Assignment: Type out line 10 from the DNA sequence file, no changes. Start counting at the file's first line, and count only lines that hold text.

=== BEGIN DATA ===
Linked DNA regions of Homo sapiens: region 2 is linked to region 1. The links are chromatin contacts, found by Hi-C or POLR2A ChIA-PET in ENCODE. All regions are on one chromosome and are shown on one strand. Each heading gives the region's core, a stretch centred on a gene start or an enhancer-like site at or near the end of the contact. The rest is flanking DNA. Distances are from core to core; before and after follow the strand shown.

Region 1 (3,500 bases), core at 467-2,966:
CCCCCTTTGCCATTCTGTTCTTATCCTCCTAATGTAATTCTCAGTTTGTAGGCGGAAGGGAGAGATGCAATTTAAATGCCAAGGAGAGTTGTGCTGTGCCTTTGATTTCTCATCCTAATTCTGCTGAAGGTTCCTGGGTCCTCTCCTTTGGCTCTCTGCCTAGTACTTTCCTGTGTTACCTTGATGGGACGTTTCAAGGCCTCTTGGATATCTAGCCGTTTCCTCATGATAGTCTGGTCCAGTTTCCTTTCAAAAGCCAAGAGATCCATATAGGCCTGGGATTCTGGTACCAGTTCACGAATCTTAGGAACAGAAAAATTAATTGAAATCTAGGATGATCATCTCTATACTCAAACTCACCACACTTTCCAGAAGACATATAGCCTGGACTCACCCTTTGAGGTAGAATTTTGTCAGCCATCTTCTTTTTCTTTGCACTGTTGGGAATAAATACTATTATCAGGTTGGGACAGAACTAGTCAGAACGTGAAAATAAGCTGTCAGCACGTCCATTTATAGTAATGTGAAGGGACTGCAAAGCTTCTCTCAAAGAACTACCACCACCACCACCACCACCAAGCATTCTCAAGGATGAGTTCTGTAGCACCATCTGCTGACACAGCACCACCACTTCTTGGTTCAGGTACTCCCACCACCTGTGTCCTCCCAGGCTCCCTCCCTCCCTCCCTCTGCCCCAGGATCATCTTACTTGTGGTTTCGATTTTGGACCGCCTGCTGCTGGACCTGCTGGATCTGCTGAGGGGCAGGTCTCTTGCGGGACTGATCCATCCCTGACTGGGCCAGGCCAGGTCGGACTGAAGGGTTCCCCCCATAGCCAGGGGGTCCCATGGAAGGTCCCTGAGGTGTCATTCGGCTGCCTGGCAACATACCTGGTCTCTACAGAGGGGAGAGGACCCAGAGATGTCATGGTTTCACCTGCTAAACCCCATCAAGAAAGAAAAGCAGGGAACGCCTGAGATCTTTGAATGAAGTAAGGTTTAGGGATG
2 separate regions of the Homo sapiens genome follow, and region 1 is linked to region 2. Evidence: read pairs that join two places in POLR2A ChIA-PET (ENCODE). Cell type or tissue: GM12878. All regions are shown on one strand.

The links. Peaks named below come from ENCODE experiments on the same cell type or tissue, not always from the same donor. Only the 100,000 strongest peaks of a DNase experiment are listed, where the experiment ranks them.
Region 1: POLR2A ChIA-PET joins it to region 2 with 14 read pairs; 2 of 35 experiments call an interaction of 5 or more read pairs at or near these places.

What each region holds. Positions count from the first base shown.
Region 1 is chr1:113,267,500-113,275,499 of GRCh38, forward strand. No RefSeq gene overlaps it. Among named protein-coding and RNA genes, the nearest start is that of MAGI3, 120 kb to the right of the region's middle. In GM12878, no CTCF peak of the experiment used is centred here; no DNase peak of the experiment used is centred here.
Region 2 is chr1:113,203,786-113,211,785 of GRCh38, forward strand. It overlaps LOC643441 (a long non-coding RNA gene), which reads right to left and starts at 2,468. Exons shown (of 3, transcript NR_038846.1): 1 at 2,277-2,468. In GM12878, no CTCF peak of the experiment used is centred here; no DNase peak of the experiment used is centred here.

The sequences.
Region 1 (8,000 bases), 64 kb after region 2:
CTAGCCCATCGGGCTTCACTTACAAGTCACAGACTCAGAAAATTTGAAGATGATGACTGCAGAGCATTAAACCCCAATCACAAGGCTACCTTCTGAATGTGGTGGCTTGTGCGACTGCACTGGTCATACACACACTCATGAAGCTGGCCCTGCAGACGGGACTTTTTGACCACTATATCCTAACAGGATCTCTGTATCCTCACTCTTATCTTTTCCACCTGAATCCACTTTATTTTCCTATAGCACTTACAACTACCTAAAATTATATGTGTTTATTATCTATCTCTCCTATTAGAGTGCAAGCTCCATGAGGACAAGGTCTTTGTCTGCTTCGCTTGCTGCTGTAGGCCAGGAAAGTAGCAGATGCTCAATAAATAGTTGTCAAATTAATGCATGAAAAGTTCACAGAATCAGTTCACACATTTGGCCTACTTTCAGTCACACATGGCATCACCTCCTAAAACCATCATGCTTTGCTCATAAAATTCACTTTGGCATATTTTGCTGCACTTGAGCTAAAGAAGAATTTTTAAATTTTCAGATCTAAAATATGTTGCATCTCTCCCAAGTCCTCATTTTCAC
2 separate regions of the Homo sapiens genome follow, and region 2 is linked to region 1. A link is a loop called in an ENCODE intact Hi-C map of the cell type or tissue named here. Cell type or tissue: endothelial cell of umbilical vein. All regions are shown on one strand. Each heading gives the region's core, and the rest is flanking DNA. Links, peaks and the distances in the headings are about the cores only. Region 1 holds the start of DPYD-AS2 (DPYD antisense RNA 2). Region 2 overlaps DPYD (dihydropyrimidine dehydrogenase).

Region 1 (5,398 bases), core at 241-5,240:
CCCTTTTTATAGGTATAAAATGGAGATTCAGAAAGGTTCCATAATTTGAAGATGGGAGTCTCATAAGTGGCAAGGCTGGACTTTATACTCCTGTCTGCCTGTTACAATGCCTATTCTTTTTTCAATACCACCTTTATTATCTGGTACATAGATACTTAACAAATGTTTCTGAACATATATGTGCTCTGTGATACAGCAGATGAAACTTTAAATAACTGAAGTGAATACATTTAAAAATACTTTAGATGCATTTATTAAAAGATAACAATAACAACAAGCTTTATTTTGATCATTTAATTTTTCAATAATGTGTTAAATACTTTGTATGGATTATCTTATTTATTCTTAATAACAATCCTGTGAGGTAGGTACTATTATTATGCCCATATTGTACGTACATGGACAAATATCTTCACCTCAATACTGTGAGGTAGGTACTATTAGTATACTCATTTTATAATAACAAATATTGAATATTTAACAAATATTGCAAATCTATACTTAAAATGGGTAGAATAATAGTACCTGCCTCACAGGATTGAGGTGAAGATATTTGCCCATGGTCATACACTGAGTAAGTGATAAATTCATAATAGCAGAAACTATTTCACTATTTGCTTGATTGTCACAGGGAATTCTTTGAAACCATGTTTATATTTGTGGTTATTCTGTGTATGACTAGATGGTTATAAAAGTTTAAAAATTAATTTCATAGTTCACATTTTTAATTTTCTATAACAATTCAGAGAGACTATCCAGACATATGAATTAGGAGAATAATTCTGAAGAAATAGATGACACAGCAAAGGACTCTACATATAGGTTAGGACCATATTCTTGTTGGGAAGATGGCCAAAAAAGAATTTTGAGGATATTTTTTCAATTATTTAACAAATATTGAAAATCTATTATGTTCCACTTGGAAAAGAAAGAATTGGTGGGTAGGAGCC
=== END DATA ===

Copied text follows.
The sequences.